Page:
Previous studies suggest a role for systemic reprogramming of host metabolism during viral pathogenesis to fuel rapidly expanding viral proliferation, for example by providing free amino acids and fatty acids as building blocks. In addition, general alterations in metabolism can provide key understanding of pathogenesis. However, little is known about the specific metabolic effects of SARS-COV-2 infection. The present study evaluated the serum metabolism of COVID-19 patients (n=33), identified by a positive nucleic acid test of a nasopharyngeal swab, as compared to COVID-19-negative control patients (n=16). Targeted and untargeted metabolomics analyses specifically identified alterations in the metabolism of tryptophan into the kynurenine pathway, which is well-known to be involved in regulating inflammation and immunity. Indeed, the observed changes in tryptophan metabolism correlated with serum interleukin-6 (IL-6) levels. Metabolomics analysis also confirmed widespread dysregulation of nitrogen metabolism in infected patients, with decreased circulating levels of most amino acids, except for tryptophan metabolites in the kynurenine pathway, and increased markers of oxidant stress (e.g., methionine sulfoxide, cystine), proteolysis, and kidney dysfunction (e.g., creatine, creatinine, polyamines). Increased circulating levels of glucose and free fatty acids were also observed, consistent with altered carbon homeostasis in COVID-19 patients. Metabolite levels in these pathways correlated with clinical laboratory markers of inflammation and disease severity (i.e., IL-6 and C-reactive protein) and renal function (i.e., blood urea nitrogen). In conclusion, this initial observational study of the metabolic consequences of COVID-19 infection in a clinical cohort identified amino acid metabolism (especially kynurenine and cysteine/taurine) and fatty acid metabolism as correlates of COVID-19, providing mechanistic insights, potential markers of clinical severity, and potential therapeutic targets.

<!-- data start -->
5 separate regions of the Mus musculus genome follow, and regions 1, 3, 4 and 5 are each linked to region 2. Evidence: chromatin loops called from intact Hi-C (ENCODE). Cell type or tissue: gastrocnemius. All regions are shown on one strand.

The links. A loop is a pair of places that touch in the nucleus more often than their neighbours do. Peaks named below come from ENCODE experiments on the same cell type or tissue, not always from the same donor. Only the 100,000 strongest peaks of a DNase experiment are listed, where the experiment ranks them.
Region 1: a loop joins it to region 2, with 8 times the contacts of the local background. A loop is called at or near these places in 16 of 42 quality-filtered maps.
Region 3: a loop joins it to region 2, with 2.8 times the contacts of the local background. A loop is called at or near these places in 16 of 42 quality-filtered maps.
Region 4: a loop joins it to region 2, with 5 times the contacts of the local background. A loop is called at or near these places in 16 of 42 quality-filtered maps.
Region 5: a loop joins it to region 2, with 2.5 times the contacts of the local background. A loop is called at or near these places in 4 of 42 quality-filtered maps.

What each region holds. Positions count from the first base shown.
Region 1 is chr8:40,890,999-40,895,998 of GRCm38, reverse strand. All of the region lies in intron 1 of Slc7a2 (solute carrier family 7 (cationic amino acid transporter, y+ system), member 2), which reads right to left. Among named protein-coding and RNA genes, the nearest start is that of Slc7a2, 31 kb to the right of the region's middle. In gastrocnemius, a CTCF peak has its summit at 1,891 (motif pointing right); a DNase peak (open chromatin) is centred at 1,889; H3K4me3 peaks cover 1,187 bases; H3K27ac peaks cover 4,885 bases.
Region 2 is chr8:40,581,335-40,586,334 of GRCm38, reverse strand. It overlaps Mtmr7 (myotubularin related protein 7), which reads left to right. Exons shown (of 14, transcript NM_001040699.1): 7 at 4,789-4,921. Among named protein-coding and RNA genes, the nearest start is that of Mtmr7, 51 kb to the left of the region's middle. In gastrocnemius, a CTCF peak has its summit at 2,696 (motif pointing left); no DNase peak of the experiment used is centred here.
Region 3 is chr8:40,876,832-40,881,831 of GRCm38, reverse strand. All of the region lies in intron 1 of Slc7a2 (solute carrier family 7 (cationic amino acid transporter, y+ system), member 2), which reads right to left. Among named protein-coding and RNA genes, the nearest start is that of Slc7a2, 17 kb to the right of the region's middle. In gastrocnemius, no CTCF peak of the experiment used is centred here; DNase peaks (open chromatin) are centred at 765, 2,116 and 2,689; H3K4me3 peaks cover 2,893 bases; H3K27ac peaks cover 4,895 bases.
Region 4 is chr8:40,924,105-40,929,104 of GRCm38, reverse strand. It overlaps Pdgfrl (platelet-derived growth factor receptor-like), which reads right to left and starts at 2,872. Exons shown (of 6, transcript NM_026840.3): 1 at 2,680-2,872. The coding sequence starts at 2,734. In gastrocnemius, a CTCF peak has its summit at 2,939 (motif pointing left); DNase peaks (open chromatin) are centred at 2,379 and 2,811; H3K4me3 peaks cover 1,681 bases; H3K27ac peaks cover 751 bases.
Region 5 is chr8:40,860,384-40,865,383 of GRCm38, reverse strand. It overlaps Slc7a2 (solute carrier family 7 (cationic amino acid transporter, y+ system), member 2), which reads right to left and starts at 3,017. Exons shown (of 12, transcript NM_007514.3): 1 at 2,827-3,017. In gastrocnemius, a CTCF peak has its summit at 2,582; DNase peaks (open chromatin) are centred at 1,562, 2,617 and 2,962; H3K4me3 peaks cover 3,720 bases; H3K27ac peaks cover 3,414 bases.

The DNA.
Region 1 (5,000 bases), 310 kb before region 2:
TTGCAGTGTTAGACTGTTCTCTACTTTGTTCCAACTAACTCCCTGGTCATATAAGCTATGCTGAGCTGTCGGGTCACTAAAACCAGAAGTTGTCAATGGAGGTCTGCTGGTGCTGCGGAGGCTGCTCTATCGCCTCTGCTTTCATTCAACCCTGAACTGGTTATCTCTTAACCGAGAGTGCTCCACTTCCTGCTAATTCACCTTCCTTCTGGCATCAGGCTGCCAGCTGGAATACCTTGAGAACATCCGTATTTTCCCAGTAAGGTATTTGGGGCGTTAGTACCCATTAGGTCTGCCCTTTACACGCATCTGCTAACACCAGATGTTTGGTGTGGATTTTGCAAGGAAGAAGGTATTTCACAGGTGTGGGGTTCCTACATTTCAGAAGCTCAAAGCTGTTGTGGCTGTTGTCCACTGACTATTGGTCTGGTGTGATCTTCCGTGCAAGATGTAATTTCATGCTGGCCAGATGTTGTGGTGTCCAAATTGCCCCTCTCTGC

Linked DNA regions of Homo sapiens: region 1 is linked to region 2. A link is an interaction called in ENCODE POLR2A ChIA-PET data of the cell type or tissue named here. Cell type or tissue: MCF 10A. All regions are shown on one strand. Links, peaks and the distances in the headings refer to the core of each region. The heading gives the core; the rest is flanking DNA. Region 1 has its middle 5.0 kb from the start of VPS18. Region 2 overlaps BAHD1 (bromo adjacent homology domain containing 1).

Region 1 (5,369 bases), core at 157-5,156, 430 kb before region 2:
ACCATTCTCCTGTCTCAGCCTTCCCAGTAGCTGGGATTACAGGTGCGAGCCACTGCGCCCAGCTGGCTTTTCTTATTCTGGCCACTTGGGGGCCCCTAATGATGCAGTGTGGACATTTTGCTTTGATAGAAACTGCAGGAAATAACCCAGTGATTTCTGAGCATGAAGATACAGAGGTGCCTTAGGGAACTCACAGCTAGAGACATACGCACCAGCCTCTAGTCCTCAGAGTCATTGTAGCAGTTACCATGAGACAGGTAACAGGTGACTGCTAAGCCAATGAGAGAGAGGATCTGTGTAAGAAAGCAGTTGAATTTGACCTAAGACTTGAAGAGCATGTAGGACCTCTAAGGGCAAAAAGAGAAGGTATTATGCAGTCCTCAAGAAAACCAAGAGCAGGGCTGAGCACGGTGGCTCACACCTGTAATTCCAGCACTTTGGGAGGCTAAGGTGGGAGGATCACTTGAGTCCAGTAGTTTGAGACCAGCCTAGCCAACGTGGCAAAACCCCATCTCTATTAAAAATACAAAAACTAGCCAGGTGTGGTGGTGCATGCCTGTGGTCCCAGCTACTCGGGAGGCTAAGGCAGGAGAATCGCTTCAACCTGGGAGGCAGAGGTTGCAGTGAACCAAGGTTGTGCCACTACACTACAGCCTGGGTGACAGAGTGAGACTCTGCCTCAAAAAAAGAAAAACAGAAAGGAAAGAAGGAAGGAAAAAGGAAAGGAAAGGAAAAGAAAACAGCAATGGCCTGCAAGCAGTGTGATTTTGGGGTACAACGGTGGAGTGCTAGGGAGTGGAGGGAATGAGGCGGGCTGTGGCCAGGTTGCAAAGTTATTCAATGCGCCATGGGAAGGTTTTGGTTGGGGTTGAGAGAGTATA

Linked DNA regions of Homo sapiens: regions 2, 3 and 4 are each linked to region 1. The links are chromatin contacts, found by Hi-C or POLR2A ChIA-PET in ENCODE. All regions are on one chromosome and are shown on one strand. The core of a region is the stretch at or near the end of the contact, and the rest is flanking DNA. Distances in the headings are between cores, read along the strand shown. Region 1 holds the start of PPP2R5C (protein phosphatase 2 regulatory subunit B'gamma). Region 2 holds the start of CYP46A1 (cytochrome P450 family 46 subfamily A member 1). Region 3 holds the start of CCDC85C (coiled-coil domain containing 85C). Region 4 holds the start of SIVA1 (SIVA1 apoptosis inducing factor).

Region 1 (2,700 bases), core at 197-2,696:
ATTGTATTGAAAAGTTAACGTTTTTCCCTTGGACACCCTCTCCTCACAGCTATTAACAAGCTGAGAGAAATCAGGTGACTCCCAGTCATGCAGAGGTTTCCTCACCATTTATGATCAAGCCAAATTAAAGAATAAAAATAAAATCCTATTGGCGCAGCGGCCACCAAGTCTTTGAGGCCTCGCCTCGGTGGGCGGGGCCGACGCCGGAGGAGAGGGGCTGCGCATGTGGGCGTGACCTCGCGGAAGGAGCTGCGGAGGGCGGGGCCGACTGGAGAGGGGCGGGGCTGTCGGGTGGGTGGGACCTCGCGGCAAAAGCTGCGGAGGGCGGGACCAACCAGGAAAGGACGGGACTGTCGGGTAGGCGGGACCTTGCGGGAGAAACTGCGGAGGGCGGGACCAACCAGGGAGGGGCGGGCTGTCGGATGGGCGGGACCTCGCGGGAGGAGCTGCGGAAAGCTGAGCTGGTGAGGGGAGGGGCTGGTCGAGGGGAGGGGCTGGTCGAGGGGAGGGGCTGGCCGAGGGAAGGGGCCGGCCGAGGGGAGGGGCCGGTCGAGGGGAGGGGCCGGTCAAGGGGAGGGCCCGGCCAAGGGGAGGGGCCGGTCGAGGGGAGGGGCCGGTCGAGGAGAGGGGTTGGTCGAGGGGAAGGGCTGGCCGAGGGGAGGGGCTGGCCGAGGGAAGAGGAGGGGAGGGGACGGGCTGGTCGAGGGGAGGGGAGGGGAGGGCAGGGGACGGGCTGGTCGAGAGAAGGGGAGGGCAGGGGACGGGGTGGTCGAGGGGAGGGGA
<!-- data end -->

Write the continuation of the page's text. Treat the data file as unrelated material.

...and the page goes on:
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http://dx.doi.org/10.1101/2020.05.14.20102491DOI Listing
http://www.ncbi.nlm.nih.gov/pmc/articles/PMC7274252PMC
May 2020

Metabolic Reprogramming of Mouse Bone Marrow Derived Macrophages Following Erythrophagocytosis.

Front Physiol 2020 30;11:396. Epub 2020 Apr 30.

Department of Biochemistry and Molecular Genetics, University of Colorado Denver - Anschutz Medical Campus, Aurora, CO, United States.